Dr. John Lott, author of "More Guns, Less Crime," reports that until the 1960s, some New York City public high schools had shooting clubs where students competed in citywide shooting contests for university scholarships. They carried their rifles to school on...
Washington DC's gun ban (1976) prohibited anyone other than law-enforcement officers from carrying a firearm in the city. Residents were even barred from keeping guns in their homes for self-defense. The gun ban had an unintended effect: It emboldened criminals because they knew that law-abiding District residents were unarmed and powerless to defend themselves. Violent crime increased after the law was enacted, with homicides rising to 369 in 1988, from 188 in 1976 when the ban started. By 1993, annual homicides had reached 454. Declared unconstitutional, gun ban was struck down, and murders in the District have steadily gone down, from 186 in 2008 to 88 in 2012, less than half the number in 1976.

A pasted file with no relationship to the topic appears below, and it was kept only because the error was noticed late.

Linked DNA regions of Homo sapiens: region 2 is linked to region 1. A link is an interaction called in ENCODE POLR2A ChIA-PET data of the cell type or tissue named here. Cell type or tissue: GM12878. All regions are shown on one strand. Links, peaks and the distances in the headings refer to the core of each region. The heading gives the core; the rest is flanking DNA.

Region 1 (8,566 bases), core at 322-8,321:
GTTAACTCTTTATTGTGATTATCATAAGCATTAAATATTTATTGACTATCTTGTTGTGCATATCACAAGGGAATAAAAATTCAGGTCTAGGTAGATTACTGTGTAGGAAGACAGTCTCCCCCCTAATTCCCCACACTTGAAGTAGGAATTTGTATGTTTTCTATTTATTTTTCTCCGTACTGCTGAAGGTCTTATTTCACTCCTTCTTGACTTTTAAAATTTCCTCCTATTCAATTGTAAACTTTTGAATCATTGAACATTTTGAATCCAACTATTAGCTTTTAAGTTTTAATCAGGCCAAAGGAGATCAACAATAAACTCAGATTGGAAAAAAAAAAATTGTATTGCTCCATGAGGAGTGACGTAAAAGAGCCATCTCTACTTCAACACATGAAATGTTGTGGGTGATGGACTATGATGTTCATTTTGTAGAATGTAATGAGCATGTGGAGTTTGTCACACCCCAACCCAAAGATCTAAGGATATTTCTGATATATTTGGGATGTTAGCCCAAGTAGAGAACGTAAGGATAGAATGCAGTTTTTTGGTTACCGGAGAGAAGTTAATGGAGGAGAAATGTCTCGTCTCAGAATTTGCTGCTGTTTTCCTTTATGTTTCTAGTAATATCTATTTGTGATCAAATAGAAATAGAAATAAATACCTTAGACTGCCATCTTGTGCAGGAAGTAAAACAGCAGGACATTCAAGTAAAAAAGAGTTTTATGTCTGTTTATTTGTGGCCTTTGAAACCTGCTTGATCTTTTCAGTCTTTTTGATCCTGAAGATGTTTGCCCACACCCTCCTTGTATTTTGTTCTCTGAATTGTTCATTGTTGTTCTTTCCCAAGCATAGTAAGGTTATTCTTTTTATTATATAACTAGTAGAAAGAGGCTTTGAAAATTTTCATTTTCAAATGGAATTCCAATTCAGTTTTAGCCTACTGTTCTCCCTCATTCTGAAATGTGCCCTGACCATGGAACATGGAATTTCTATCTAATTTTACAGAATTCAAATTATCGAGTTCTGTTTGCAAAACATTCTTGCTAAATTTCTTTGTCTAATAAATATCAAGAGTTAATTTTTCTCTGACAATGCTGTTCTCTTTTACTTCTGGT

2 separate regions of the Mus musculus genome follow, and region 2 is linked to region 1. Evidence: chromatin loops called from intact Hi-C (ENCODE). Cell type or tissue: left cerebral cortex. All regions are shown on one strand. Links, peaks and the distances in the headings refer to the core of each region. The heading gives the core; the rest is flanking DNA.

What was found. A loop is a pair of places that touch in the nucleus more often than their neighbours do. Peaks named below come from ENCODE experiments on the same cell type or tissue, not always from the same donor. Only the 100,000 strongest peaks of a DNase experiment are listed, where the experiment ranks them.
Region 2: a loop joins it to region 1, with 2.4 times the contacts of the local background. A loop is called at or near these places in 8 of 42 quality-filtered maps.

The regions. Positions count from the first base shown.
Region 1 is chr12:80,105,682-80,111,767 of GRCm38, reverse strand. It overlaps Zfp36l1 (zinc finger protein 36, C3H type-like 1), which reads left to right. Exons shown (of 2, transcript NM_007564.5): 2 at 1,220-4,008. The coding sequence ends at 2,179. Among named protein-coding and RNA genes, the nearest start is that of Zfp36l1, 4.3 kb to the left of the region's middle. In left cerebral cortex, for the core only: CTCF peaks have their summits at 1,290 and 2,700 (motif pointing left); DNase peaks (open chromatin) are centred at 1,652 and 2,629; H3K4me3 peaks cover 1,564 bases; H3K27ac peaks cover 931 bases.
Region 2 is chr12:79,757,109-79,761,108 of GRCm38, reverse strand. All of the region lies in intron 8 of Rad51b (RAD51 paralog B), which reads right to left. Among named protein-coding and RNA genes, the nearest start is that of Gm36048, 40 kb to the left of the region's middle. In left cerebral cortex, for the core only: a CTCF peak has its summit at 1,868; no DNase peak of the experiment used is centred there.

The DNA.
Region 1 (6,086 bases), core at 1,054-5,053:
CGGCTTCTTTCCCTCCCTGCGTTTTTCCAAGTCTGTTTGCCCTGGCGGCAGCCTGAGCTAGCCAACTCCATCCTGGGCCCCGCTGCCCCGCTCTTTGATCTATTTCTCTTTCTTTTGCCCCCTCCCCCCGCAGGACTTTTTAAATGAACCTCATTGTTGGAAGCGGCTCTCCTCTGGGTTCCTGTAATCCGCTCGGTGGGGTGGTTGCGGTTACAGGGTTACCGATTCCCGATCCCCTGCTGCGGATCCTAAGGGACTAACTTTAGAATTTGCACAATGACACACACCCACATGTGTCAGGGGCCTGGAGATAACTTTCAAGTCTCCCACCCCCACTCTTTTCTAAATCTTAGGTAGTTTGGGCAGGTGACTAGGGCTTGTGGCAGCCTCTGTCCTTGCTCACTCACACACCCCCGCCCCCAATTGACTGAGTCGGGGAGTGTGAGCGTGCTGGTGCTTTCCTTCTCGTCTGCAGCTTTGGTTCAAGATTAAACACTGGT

When I attended primary and secondary school -- during the 1940s and '50s -- one didn't hear of the kind of shooting mayhem that's become routine today. Why? It surely wasn't because of strict firearm laws. My replica of the 1902 Sears mail-order catalog shows 35 pages of firearm advertisements. People just sent in their money, and a firearm was shipped.
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